The best policy is to not post at all, or to focus solely on positive things. This may seem like common sense, but the amount of Facebook posts, Tweets, Snaps, Instagram posts and more that are shown in court continue to grow, and not because opposing counsels are trying to say how amazing a mother the party is.

Social Media is not a place to air dirty laundry. Courts view that as irresponsible and poor judgment. Two traits that do not reflect well in most cases.

So remember, think before you post, comment, share, tag, tweet, snap or what have you, and then, don’t do it.


What is Advocacy

Dean TobeI received my quarterly issue of the Baylor Law School Docket Call alumni magazine. This issue was great with several interesting points. My favorite part was Dean Brad Toben‘s column on advocacy. He says, “One of the fundamental principles of a lawyer is to serve as an advocate. Advocacy is standing up for your client, fighting for your client, and protecting your client’s rights.”

He goes on to point out examples of lawyers throughout history that have represented clients who might have had issues distasteful to society, but served them anyway simply because everyone deserves an advocate. He cites to John Adams who represented the despised British soldiers in the aftermath of the Boston Massacre. Adams knew he would be scorned by society, his law practice would be impaired, and he would endure hardship. He did it anyway.

Did you know that Baylor Law School ranks 3rd in the country for trial advocacy according to the U.S. News & World Report and 51st in the country for Best Law Schools? Read Baylor’s press release here. Baylor is the only Texas law school even in the Top 10 for trial advocacy category!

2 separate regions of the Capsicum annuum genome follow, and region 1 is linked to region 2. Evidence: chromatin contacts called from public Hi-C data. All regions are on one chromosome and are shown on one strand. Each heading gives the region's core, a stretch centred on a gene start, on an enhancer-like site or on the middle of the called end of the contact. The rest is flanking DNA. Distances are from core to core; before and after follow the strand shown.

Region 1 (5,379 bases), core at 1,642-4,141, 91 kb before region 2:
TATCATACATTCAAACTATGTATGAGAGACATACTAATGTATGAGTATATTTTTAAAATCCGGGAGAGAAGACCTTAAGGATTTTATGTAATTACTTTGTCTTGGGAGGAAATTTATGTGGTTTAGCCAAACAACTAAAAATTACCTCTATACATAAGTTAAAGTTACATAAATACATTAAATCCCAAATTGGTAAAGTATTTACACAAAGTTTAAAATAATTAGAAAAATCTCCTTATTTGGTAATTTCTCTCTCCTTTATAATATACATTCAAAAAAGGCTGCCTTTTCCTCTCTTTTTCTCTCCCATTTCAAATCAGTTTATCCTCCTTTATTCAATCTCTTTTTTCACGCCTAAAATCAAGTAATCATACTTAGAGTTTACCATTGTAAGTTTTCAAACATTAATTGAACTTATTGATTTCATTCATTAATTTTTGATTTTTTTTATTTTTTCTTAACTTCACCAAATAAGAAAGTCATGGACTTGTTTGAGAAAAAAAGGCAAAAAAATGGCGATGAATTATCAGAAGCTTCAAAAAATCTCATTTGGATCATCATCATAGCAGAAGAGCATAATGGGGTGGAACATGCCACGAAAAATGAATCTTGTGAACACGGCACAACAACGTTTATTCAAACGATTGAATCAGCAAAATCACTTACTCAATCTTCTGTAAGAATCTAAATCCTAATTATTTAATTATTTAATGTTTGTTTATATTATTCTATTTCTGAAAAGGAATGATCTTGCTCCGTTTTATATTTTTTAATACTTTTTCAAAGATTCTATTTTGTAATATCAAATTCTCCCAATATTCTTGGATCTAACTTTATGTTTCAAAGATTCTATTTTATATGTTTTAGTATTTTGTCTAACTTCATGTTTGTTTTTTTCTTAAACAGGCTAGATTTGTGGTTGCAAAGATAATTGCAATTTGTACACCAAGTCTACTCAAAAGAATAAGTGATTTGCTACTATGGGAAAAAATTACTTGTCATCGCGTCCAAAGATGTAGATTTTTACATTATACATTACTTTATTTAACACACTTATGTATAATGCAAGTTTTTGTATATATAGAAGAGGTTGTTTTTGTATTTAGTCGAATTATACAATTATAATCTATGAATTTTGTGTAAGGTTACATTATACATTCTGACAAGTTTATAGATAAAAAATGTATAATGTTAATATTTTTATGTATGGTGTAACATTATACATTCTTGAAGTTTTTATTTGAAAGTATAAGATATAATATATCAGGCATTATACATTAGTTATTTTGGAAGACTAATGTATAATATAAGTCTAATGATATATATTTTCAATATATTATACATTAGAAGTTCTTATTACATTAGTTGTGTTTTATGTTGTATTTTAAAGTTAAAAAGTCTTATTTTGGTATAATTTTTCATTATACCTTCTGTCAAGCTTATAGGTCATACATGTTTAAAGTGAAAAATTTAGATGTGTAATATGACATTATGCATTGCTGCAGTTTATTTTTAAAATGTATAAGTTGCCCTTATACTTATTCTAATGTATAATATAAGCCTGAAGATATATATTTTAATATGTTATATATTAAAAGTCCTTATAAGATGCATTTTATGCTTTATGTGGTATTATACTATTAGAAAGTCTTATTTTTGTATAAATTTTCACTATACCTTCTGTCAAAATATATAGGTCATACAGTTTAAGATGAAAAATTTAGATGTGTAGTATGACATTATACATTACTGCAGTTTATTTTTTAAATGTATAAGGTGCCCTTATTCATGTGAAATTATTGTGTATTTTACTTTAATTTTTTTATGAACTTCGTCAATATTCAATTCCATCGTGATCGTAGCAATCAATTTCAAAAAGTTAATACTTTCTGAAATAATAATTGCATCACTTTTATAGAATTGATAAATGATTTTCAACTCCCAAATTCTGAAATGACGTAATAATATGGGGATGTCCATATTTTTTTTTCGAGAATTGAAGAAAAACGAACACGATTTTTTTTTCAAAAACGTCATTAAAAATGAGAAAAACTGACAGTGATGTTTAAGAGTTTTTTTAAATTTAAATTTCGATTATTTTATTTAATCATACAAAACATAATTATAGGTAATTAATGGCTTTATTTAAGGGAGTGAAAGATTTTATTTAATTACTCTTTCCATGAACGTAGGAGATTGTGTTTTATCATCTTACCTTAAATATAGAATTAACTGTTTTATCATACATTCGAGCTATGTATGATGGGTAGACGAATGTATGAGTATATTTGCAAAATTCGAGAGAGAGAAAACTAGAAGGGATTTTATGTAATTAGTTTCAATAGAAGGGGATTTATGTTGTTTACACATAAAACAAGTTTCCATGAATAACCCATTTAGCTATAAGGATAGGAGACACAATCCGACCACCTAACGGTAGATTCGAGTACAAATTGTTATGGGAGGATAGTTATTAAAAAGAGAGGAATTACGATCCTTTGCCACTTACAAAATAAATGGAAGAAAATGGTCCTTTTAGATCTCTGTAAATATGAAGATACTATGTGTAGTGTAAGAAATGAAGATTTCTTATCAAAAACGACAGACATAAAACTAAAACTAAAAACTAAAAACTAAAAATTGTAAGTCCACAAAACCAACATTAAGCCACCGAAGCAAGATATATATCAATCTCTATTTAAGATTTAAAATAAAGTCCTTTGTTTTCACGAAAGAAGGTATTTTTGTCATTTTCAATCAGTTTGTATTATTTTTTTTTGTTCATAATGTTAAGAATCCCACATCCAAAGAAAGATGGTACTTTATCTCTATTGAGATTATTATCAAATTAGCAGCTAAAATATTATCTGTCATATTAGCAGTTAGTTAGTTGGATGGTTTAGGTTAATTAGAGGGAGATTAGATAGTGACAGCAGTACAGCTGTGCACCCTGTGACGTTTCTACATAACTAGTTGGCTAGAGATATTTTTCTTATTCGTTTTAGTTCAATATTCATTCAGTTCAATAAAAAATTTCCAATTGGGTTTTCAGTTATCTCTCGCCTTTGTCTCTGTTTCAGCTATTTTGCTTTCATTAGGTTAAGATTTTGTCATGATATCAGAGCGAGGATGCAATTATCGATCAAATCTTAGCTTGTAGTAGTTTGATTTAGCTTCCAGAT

Here at O’Neil Wysocki we have three Baylor lawyers on staff. We love Baylor and appreciate the trial advocacy skills we learned there! Sic ’em Bears!

What do April 1st and April 15th have in common? Summer designations!

DadAndDaughterWalkingOnBeach185To some, April 1 and April 15 mean nothing more than practical jokes and another day of the month. To others, they are the dates by which one parent must give the other parent notice of the summer plans. While some may not want to plan their summer so early in the spring, it is imperative that parents that are subject to these arbitrary dates be mindful of them as they approach.

Standard Possession Order

The Standard Possession Order in the Texas Family Code provides that the non-custodial parent provide notice to the other parent of their summer designation by April 1. If designation is not made [in the case of the thirty-day summer possession], then the default provides that that parent will be designated the month of July. After the April 1 designation is made or defaulted, the custodial parent must make their summer designations by electing – (1) one weekend within the non-custodial parent’s extended summer possession to have the child from Friday to Sunday, and (2) one weekend of the non-custodial parents’ otherwise first, third and fifth weekends in the summer that they are entitled to trump, so to create their extended summer possession.

While the foregoing is what the Standard Possession Order [within 100 miles of the primary residence of the child] provides for, each possession order may have its own nuances that may affect the summer designations.

Custom Possession Orders